In Act II, Scene II of Romeo and Juliet, the immortal soliloquy “what’s in a name” is uttered for the first time. In business, the power of a name in branding a company is everything. A name can either attract or repel customers. Ralph Liftshitz, for example, didn’t think his birth name had enough panache to succeed in business so he changed his name to Ralph Lauren. Today, the Ralph Lauren brand is synonymous with providing quality products and creating vibrant lifestyles.
The power of a name in branding a restaurant can make all the difference in the world, especially in ascribing the quality of authenticity. A Middle Eastern restaurant named “Bob’s Kebabs” would certainly not fare as well as a similar restaurant named “Anatolia Doner Kebab House.” Similarly “Jim’s New Mexican Grill” would probably not be perceived as as authentic as “Santiago’s New Mexican Grill.”
Perhaps understanding the perception that authenticity is ascribed to names, Jim Madrid chose to brand his restaurant “Santiago’s New Mexican Grill” instead of “Jim’s…” Santiago, by the way, is a Spanish name which translates in English to James or Jim, hence Jim Madrid is actually using his given name and not making one up so he can hawk New Mexican food. In any regard, Santiago’s New Mexican Grill has been serving the Duke City for more than a quarter of a century.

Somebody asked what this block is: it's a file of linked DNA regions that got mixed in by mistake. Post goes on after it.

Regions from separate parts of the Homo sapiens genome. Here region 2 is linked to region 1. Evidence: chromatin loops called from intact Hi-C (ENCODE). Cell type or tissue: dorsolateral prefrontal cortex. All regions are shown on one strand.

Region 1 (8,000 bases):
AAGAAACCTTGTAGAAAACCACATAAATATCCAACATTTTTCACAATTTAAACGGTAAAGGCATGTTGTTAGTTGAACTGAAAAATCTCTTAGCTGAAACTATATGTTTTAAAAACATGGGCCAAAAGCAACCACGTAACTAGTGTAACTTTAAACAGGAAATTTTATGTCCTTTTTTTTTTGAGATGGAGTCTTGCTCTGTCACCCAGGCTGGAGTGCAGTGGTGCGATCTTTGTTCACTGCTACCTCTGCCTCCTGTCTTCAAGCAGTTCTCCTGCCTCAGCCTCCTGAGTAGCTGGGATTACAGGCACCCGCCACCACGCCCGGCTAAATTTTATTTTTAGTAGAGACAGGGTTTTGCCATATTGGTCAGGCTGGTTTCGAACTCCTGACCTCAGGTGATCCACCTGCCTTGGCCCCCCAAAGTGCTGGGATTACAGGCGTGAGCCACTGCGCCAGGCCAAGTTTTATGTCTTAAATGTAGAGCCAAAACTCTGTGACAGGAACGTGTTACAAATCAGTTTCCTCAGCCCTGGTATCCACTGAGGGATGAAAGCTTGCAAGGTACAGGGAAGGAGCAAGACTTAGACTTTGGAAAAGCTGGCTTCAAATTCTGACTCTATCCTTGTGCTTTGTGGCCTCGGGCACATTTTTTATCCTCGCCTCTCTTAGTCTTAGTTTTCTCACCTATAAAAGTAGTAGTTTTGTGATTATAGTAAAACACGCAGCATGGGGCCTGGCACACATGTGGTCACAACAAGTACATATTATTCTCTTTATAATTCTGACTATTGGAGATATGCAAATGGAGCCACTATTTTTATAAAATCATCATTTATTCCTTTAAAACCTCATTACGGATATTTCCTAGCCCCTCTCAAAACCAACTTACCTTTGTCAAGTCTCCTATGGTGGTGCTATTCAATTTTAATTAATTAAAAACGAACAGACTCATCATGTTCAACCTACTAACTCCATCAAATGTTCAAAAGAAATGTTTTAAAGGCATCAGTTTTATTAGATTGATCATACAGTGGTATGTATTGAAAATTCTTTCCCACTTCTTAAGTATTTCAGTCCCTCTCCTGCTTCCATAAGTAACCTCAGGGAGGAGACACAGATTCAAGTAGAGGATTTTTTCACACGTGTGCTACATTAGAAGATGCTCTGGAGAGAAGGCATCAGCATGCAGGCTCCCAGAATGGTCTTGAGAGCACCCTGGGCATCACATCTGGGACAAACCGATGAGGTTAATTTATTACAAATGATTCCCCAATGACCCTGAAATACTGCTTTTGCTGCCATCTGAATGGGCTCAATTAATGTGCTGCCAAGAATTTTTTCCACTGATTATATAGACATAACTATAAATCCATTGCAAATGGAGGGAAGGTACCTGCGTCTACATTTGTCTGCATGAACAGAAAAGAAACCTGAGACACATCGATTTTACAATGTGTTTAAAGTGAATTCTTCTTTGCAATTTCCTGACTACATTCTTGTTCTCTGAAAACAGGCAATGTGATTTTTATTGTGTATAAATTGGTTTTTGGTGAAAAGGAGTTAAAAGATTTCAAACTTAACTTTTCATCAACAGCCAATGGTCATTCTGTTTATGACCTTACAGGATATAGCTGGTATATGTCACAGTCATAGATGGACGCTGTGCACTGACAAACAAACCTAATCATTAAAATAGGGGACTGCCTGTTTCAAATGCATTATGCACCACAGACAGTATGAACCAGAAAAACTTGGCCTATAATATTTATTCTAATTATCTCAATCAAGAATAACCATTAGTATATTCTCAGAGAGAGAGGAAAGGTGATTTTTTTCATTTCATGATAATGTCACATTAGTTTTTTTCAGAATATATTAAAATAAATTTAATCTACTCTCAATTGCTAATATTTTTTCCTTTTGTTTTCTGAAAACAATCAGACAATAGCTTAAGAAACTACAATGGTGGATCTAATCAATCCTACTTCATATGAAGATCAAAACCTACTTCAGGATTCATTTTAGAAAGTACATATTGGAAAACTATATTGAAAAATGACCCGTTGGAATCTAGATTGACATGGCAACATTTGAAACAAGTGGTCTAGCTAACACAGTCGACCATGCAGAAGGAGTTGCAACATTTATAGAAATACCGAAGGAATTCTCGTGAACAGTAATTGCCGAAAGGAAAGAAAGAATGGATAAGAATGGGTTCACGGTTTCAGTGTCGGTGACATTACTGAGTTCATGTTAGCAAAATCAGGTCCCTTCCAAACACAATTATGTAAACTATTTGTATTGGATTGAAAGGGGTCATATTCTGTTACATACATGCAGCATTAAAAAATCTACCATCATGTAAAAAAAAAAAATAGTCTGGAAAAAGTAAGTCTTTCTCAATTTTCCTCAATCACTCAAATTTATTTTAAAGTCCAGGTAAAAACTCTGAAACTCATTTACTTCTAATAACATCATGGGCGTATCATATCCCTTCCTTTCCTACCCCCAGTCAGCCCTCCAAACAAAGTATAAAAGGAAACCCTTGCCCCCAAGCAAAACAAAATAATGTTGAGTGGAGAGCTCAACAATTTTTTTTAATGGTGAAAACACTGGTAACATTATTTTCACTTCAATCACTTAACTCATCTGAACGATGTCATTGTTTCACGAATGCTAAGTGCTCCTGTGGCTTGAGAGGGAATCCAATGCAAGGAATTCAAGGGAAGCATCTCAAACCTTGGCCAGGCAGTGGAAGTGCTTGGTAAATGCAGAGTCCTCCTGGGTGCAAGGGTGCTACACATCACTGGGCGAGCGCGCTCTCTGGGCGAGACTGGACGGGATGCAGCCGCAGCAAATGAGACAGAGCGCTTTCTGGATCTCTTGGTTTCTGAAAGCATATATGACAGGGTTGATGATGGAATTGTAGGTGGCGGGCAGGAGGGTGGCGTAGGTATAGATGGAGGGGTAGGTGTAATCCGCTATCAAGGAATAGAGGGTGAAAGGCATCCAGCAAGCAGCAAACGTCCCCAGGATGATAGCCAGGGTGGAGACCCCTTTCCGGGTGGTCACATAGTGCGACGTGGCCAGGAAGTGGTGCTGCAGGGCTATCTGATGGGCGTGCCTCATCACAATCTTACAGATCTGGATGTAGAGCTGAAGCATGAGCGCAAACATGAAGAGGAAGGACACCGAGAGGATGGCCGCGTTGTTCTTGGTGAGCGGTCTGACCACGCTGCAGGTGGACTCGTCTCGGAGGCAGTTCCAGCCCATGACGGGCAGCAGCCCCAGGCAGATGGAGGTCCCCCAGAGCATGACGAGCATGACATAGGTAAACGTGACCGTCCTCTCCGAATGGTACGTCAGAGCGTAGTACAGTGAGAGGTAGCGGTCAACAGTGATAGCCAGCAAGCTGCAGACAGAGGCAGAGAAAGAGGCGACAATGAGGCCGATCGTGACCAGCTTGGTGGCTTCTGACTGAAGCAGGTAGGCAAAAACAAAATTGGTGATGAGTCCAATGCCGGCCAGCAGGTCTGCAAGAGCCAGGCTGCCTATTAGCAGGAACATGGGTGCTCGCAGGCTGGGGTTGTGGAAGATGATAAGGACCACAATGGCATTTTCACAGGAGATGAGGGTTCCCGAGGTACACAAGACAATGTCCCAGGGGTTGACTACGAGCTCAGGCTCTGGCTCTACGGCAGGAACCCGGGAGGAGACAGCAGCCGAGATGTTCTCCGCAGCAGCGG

Initially branded as “Santiago’s Tacos,” the venerable family-owned-and-operated restaurant changed its name in 2004 when it moved into a converted computer store. Santiago’s New Mexican Grill is a more apt descriptor for Jim “Santiago” Madrid’s 40-seat eatery. Open only for breakfast and lunch (Monday through Saturday from 7AM through 2:30PM), Santiago’s offers a fairly comprehensive menu that includes one of the city’s best green chile cheeseburgers as well as the tacos that earned the restaurant its reputation. A number of “take and bake” casserole dishes are a popular option.